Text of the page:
OFAC expects banks to conduct due diligence on their own direct customers (including, for example, their ownership structure) to confirm that those customers are not persons whose property and interests in property are blocked.
With regard to other types of transactions where a bank is acting solely as an intermediary and fails to block transactions involving a sanctions target, OFAC will consider the totality of the circumstances surrounding the bank’s processing of the transaction, including the factors listed above, to determine what, if any, enforcement action to take against the bank.
335. Firms operating in the securities industry as custodians and securities intermediaries often face the question of how to accurately identify the beneficial owner of assets within an account or transaction. What can these firms do to protect themselves from the risk of directly or indirectly providing services to—or dealing in property in which there is an ownership or other interest of—parties subject to sanctions?
OFAC encourages firms operating in the securities industry, including securities intermediaries and custodians, to implement measures that mitigate the risk of providing services to, or dealing in property in which there is an ownership or other interest of, parties subject to U.S. sanctions. Such measures should be tailored to and commensurate with the sanctions risk posed by a firm’s business activities. Best practices include:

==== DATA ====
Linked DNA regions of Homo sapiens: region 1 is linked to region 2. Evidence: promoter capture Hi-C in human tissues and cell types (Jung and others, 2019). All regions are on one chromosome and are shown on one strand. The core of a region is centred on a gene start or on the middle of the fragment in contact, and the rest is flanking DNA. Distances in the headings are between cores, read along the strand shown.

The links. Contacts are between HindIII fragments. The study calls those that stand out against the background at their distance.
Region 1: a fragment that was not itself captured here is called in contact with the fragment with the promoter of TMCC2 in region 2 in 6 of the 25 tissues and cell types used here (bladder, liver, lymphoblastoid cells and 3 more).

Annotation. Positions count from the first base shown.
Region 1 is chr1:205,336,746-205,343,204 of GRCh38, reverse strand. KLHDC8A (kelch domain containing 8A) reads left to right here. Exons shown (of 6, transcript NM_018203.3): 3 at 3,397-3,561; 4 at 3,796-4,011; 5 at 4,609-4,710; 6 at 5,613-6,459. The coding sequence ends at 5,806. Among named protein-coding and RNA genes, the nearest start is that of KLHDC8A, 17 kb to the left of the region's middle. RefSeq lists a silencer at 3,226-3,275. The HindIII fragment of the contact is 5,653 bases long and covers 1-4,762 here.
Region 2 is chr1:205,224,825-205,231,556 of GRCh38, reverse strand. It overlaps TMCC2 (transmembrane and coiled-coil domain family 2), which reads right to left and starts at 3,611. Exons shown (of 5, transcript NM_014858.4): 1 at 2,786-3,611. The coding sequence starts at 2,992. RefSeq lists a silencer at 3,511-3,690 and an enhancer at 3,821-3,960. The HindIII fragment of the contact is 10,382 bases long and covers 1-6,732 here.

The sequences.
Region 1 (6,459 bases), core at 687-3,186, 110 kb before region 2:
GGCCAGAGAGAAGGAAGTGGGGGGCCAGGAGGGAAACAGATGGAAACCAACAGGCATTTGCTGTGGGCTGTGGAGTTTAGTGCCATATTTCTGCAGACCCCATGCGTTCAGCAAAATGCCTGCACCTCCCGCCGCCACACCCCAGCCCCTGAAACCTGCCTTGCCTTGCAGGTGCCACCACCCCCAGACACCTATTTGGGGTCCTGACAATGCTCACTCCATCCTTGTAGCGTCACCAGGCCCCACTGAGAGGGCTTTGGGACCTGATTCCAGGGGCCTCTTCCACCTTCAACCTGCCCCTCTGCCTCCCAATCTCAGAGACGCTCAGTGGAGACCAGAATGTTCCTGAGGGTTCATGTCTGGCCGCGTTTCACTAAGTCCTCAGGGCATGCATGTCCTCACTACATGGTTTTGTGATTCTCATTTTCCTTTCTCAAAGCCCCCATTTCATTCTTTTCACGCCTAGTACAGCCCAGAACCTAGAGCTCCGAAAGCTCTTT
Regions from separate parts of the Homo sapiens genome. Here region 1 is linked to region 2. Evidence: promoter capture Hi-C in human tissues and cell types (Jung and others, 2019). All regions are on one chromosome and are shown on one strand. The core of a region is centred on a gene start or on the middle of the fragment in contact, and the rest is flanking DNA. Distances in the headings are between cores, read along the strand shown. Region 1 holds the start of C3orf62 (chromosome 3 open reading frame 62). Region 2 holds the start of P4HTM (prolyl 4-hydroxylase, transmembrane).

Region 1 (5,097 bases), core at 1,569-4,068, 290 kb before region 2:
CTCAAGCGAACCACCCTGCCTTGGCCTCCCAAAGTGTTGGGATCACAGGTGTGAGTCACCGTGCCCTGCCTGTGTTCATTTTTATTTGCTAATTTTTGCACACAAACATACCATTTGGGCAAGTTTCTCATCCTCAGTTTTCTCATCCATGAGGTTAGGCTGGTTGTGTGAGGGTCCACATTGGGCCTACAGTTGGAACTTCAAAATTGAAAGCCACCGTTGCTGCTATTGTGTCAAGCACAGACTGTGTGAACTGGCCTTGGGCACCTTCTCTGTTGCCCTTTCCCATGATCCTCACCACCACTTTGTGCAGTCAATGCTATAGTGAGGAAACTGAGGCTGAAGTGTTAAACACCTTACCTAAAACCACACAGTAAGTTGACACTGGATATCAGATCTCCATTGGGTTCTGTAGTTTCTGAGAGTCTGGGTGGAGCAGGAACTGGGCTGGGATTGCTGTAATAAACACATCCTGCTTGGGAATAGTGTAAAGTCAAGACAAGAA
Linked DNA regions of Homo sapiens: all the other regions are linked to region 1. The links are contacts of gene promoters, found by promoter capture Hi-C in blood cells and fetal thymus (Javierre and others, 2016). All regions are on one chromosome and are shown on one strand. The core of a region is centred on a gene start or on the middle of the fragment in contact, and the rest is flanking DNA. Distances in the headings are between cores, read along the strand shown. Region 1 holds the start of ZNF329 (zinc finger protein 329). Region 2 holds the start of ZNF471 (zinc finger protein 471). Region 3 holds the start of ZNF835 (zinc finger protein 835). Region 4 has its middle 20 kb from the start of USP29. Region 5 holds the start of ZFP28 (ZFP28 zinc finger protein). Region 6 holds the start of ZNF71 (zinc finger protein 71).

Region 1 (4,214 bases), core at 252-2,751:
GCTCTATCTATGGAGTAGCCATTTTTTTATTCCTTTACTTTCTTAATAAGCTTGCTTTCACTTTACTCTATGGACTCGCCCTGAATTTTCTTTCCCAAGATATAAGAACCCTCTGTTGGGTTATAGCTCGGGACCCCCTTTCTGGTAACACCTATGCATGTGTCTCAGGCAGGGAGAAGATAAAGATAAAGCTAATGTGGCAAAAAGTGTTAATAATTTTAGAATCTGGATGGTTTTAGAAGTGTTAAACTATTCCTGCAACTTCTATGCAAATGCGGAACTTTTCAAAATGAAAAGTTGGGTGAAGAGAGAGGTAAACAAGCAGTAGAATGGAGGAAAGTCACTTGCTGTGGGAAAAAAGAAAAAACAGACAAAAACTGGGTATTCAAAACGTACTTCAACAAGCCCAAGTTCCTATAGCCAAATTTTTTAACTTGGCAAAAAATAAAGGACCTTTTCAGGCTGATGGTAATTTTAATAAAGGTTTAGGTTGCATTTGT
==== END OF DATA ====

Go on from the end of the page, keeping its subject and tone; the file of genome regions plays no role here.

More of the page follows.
Making customers aware of the firm’s U.S. sanctions compliance obligations and having customers agree in writing not to use their account(s) with the firm in a manner that could cause a violation of OFAC sanctions. Sanctions may be implicated when the United States is the jurisdiction of issuance or custody of an underlying security or when a U.S. person acts as a custodian or other service provider.